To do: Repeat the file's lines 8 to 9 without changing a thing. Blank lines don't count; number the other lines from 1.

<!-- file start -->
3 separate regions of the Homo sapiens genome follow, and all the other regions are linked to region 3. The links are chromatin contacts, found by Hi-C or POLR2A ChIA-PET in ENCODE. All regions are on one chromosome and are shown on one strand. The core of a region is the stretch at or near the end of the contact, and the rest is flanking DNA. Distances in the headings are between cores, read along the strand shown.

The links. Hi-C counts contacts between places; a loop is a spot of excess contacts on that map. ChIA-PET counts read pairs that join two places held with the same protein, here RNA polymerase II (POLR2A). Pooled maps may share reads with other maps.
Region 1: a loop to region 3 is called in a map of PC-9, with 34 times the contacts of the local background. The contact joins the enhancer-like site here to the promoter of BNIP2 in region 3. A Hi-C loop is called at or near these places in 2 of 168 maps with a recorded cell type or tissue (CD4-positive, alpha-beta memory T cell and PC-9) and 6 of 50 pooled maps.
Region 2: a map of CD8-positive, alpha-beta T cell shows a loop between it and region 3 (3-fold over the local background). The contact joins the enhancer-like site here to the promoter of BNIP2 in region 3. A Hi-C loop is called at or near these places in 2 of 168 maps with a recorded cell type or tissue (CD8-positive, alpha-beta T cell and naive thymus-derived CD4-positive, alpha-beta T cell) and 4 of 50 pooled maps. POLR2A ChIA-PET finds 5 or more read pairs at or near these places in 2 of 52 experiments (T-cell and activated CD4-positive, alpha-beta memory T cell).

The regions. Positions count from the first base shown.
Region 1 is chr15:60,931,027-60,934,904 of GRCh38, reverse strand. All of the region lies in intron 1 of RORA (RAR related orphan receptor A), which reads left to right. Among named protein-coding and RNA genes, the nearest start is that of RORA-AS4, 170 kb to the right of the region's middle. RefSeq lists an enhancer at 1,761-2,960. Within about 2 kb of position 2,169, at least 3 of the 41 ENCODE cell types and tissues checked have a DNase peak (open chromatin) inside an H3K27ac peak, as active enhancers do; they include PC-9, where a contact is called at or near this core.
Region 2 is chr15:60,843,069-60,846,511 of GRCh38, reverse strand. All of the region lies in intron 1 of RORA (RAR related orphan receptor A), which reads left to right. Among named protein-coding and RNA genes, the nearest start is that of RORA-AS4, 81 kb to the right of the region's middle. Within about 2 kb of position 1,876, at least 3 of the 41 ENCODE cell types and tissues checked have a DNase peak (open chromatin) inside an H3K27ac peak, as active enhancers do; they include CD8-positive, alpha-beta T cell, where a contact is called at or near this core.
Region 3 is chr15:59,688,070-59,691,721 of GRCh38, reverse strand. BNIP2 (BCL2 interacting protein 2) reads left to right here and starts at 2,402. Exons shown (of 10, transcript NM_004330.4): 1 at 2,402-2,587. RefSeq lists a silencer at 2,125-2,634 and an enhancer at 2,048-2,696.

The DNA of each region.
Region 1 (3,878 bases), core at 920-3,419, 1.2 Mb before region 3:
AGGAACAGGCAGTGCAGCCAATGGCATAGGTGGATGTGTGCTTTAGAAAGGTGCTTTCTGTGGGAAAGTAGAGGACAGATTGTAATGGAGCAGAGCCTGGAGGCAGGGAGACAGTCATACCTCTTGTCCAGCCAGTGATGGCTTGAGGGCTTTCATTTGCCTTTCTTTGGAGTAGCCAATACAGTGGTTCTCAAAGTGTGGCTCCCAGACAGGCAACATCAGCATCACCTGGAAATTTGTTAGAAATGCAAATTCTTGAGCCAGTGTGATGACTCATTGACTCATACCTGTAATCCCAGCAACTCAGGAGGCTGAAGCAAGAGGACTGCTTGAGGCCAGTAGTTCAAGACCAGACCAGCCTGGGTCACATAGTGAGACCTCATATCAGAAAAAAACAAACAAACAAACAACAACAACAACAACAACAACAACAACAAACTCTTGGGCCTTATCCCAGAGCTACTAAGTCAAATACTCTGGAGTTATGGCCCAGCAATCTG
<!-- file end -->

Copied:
Region 3 is chr15:59,688,070-59,691,721 of GRCh38, reverse strand. BNIP2 (BCL2 interacting protein 2) reads left to right here and starts at 2,402. Exons shown (of 10, transcript NM_004330.4): 1 at 2,402-2,587. RefSeq lists a silencer at 2,125-2,634 and an enhancer at 2,048-2,696.

The DNA of each region.